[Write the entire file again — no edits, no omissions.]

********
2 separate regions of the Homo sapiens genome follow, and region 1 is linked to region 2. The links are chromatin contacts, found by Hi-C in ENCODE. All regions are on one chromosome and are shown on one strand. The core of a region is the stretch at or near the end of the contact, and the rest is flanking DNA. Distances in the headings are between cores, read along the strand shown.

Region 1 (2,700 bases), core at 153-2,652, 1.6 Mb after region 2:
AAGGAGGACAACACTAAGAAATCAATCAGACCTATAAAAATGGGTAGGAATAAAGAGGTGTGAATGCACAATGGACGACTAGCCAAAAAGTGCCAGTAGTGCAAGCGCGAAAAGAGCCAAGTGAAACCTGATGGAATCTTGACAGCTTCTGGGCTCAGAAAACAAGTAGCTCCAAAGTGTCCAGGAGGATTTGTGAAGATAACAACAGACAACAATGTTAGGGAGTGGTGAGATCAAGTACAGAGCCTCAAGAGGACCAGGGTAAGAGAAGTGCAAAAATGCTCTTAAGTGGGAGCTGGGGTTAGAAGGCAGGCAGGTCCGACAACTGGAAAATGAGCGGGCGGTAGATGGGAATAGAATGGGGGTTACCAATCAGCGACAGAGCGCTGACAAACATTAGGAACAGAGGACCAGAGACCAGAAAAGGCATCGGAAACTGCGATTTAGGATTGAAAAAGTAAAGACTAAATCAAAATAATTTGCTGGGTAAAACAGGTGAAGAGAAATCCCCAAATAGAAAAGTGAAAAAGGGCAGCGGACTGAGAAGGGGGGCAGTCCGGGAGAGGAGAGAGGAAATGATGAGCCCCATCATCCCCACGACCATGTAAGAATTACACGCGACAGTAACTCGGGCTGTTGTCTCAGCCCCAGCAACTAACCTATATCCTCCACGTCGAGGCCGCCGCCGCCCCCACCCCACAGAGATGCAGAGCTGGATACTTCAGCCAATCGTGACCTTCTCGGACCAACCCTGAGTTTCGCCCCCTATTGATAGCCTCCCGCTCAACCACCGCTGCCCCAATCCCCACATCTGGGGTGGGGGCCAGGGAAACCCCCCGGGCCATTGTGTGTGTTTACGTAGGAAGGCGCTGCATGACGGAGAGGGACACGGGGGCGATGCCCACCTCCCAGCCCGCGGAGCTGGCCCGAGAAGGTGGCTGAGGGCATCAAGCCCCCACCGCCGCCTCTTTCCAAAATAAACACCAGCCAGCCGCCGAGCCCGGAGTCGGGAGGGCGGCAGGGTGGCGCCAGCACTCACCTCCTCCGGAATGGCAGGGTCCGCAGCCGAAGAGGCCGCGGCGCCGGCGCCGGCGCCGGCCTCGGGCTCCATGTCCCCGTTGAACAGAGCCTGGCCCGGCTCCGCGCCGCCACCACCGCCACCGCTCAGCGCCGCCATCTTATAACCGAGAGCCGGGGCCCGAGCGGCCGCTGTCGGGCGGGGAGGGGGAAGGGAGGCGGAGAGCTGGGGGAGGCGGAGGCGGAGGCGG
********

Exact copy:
2 separate regions of the Homo sapiens genome follow, and region 1 is linked to region 2. The links are chromatin contacts, found by Hi-C in ENCODE. All regions are on one chromosome and are shown on one strand. The core of a region is the stretch at or near the end of the contact, and the rest is flanking DNA. Distances in the headings are between cores, read along the strand shown.

Region 1 (2,700 bases), core at 153-2,652, 1.6 Mb after region 2:
AAGGAGGACAACACTAAGAAATCAATCAGACCTATAAAAATGGGTAGGAATAAAGAGGTGTGAATGCACAATGGACGACTAGCCAAAAAGTGCCAGTAGTGCAAGCGCGAAAAGAGCCAAGTGAAACCTGATGGAATCTTGACAGCTTCTGGGCTCAGAAAACAAGTAGCTCCAAAGTGTCCAGGAGGATTTGTGAAGATAACAACAGACAACAATGTTAGGGAGTGGTGAGATCAAGTACAGAGCCTCAAGAGGACCAGGGTAAGAGAAGTGCAAAAATGCTCTTAAGTGGGAGCTGGGGTTAGAAGGCAGGCAGGTCCGACAACTGGAAAATGAGCGGGCGGTAGATGGGAATAGAATGGGGGTTACCAATCAGCGACAGAGCGCTGACAAACATTAGGAACAGAGGACCAGAGACCAGAAAAGGCATCGGAAACTGCGATTTAGGATTGAAAAAGTAAAGACTAAATCAAAATAATTTGCTGGGTAAAACAGGTGAAGAGAAATCCCCAAATAGAAAAGTGAAAAAGGGCAGCGGACTGAGAAGGGGGGCAGTCCGGGAGAGGAGAGAGGAAATGATGAGCCCCATCATCCCCACGACCATGTAAGAATTACACGCGACAGTAACTCGGGCTGTTGTCTCAGCCCCAGCAACTAACCTATATCCTCCACGTCGAGGCCGCCGCCGCCCCCACCCCACAGAGATGCAGAGCTGGATACTTCAGCCAATCGTGACCTTCTCGGACCAACCCTGAGTTTCGCCCCCTATTGATAGCCTCCCGCTCAACCACCGCTGCCCCAATCCCCACATCTGGGGTGGGGGCCAGGGAAACCCCCCGGGCCATTGTGTGTGTTTACGTAGGAAGGCGCTGCATGACGGAGAGGGACACGGGGGCGATGCCCACCTCCCAGCCCGCGGAGCTGGCCCGAGAAGGTGGCTGAGGGCATCAAGCCCCCACCGCCGCCTCTTTCCAAAATAAACACCAGCCAGCCGCCGAGCCCGGAGTCGGGAGGGCGGCAGGGTGGCGCCAGCACTCACCTCCTCCGGAATGGCAGGGTCCGCAGCCGAAGAGGCCGCGGCGCCGGCGCCGGCGCCGGCCTCGGGCTCCATGTCCCCGTTGAACAGAGCCTGGCCCGGCTCCGCGCCGCCACCACCGCCACCGCTCAGCGCCGCCATCTTATAACCGAGAGCCGGGGCCCGAGCGGCCGCTGTCGGGCGGGGAGGGGGAAGGGAGGCGGAGAGCTGGGGGAGGCGGAGGCGGAGGCGG